Honey Bee Stocking Density on Wild Blueberries: Part 2

Thursday 7 April 2022

Successful pollination is just one of the many factors which contribute to the total yield of a wild blueberry field. Some aspects of pollination are out of our control, such as weather conditions during bloom, but others can be managed to increase pollination success. In this week’s blog, we will pick up where we left off in our discussion of honey bee hive stocking rates on wild blueberry fields. 

Honey Bee Stocking Density on Wild Blueberries: Part 2

We ended the blog last week with a table of various suggestions for hive stocking rates on wild blueberry fields, seen below.

Stocking Density (hives/hectare)

Hive number



10 (range 4.5–12.5)


Asare et al. 2017



McCallum 2020

5 – 7.5



5 – 12


Eaton et al. 2004


Most of these recommendations suggest a range of hive numbers. This range reflects the reality that each field is unique. One field might benefit most from having 6 hives/ha while another requires 10 hives/ha to achieve maximum pollination success. Other factors which contribute to the impact of hive density are field coverage, wild pollinator populations, microclimate, and other applications or treatments. 

Research has shown pollination success and blueberry yields to increase with greater stocking rates of hives (Bushman and Drummond 2020, McCallum et al. 2020). However, adding more hives to a field will not increase yields indefinitely. Eaton and Nams (2012) demonstrated that there is a limit to this linear relationship between stocking density and berry yield (see figure below). 

Fig. 2. Relationship between yield and density of beehives, after the statistical removal of the effects of year and county. Each dot represents one field in 1 year. Lines show 95% confidence regions for the overall mean effect. Yield increases linearly with hive density till about 4 hives/ha – beyond that the relationship is not clear. (Eaton and Nams 2012)

This research suggests that after approximately 4 hives/ha, the positive linear relationship between stocking density and berry yield becomes less defined. After this point, it is the characteristics of the individual field which dictate the necessity for more hives. For example, field coverage, wild pollinator populations, microclimate. Each field must be considered individually to achieve maximum pollination potential. Researchers have also considered the value of each hive, individually, to a field. Studies have conservatively estimated that each individual honey bee colony placed on a wild blueberry field during pollination will increase yields between 192-400 kg/ha (Eaton and Nams 2012; Yarborough 2004). Other work has set the per hive increase in yield as high as 1971 kg / ha (Bushman & Drummond, 2020).  After a stocking rate of perhaps around 7 – 8 hives per hectare, yields will more significantly be influenced by individual fields characteristics and the investment may begin to outweigh the cost. Higher stocking rates need to be carefully considered against individual field potential!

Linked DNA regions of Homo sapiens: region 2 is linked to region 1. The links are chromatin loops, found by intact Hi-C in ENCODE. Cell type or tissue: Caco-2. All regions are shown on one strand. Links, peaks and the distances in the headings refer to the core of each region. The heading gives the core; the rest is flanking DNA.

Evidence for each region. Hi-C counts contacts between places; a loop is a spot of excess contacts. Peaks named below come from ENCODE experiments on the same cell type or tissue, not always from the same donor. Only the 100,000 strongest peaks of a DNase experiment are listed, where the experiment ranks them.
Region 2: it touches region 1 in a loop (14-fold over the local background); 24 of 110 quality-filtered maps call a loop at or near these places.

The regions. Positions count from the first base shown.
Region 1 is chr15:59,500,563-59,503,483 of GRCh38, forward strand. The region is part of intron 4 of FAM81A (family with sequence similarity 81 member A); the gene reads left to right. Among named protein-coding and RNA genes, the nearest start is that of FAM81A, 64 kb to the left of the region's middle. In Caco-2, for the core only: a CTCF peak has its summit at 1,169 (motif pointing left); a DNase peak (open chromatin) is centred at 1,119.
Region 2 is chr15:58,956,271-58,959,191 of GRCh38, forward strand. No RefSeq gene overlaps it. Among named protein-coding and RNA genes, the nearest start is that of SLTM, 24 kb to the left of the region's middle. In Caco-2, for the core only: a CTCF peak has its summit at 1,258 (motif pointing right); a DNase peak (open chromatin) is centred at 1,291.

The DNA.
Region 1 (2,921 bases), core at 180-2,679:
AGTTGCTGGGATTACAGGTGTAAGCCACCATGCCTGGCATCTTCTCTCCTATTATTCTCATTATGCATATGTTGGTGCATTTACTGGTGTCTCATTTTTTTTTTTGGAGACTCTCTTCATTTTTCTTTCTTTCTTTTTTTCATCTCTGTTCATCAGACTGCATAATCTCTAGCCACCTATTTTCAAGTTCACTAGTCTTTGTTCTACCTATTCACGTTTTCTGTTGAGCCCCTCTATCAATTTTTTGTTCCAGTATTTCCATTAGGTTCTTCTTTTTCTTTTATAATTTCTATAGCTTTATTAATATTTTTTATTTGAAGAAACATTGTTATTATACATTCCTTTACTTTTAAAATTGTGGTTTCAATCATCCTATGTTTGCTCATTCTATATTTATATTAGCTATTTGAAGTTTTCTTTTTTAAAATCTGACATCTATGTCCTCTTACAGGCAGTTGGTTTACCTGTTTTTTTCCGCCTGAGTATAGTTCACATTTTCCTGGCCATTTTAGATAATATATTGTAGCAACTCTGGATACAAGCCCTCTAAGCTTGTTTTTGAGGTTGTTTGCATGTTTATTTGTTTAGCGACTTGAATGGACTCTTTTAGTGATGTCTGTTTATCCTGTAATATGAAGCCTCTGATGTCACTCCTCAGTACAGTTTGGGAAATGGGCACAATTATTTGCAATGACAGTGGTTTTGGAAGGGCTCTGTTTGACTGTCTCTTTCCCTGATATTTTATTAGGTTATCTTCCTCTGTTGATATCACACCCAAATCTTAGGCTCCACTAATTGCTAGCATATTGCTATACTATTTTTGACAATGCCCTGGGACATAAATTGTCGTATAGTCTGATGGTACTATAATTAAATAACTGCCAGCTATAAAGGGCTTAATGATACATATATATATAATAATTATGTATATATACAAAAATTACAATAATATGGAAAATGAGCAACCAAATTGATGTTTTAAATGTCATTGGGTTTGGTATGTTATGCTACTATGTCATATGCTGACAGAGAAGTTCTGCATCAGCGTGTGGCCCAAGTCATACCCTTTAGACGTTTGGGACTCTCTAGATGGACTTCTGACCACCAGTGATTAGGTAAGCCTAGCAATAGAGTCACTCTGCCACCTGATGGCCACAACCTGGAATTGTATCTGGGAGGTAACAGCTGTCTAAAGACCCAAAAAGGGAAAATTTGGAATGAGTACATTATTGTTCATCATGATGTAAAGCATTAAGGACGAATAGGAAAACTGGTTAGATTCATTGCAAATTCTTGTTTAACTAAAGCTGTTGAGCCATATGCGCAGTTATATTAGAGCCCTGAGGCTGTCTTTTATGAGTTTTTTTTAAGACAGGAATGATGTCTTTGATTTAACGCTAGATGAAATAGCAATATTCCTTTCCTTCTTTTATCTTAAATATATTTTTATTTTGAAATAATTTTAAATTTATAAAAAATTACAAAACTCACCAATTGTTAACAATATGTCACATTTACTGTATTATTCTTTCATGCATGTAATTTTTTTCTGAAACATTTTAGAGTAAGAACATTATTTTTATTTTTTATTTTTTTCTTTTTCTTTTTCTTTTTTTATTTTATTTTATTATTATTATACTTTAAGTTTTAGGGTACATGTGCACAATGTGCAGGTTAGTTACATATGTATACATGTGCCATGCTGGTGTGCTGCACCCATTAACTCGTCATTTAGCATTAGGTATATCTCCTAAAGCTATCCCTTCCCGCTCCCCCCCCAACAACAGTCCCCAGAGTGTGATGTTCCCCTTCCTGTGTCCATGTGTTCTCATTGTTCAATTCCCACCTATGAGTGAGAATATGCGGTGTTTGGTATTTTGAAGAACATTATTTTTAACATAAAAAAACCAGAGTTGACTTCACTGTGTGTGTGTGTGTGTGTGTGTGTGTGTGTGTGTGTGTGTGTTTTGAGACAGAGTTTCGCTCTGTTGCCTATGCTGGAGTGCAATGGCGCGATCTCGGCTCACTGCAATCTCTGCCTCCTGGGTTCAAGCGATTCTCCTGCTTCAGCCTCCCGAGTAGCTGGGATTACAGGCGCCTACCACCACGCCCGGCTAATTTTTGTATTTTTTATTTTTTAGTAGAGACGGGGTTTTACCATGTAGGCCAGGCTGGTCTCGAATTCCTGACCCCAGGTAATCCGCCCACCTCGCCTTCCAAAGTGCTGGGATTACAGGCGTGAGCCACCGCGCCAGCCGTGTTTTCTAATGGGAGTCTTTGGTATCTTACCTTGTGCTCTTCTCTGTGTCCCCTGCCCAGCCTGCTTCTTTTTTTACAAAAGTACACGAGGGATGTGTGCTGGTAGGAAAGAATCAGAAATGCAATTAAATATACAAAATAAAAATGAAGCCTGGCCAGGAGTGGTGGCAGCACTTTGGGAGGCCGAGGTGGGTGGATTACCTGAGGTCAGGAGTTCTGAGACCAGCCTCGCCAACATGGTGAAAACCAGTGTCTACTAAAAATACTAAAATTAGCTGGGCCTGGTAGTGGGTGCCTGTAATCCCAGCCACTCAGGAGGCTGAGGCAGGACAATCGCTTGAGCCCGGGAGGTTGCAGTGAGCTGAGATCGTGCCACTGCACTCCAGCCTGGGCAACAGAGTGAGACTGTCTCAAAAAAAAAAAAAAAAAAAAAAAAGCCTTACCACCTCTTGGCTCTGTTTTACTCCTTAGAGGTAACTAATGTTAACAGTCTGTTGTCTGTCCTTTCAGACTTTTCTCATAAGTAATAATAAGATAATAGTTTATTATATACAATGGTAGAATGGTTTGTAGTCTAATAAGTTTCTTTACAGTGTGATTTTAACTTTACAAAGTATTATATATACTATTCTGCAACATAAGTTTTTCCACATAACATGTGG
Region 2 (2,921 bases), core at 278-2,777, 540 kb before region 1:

Overall, a review of the relevant research demonstrates a significant value in adding honey bee colonies to wild blueberry fields. Optimal stocking rates will vary based on the individual season and field but, generally, minimal stocking has revealed a strong, positive relationship with increasing pollination success and subsequent berry yield. This means that on the average wild blueberry field, pollination success of blooms will increase steadily with stocking rates up to a point and after this, the individual characteristics of the field will dictate how much each additional hive will improve pollination. As the potential yields of fields increases due to better farming practices, this minimum stocking rate needs to be reviewed. Successful pollination is critical to the development of ripe, harvestable berries. In the upcoming blogs, we will continue with the topic of achieving optimal pollination services through discussion of hive placement in the fields and the strength of the colonies within. 

Asare, E.; Hoshide, A.K.; Drummond, F.A.; Chen, X.; Criner, G.K. Economic risk of bee pollination in Maine wild blueberry, Vaccinium angustifolium Aiton. J. Econ. Entomol. 2017, 110, 1980–1992.
Bushmann, S.L. and Drummond, F.A., 2020. Analysis of Pollination Services Provided by Wild and Managed Bees (Apoidea) in Wild Blueberry (Vaccinium angustifolium Aiton) Production in Maine, USA, with a Literature Review. Agronomy, 10(9), p.1413.
Eaton, L.J., Kenna MacKenzie, Dale McIsaac, and John Murray. 2004. “Lowbush Blueberry Fact Sheet: Pollinating Wild Lowbush Blueberries in Nova Scotia.” https://www.perennia.ca/wp-content/uploads/2018/04/pollinating-wild-lowbush-bluberries-ns.pdf.
Eaton, L.J. and Nams, V.O., 2012. Honey bee stocking numbers and wild blueberry production in Nova Scotia. Canadian Journal of Plant Science, 92(7), pp.1305-1310.
McCallum, Robyn. 2020. “Examining the Effect of Honey Bee Colony Stocking Density in Wild Blueberries.” Perennia. https://www.perennia.ca/wp-content/uploads/2020/05/Effect-of-Stocking-Density-in-WB-eng-3.pdf.
NB DAFF (ND) Managing Honey Bee Hives for the Pollination of Wild Blueberries. Wild Blueberry Factsheet B.3.0
Yarborough, D.E., 2004. Factors contributing to the increase in productivity in the wild blueberry industry. Small Fruits Review, 3(1-2), pp.33-43.

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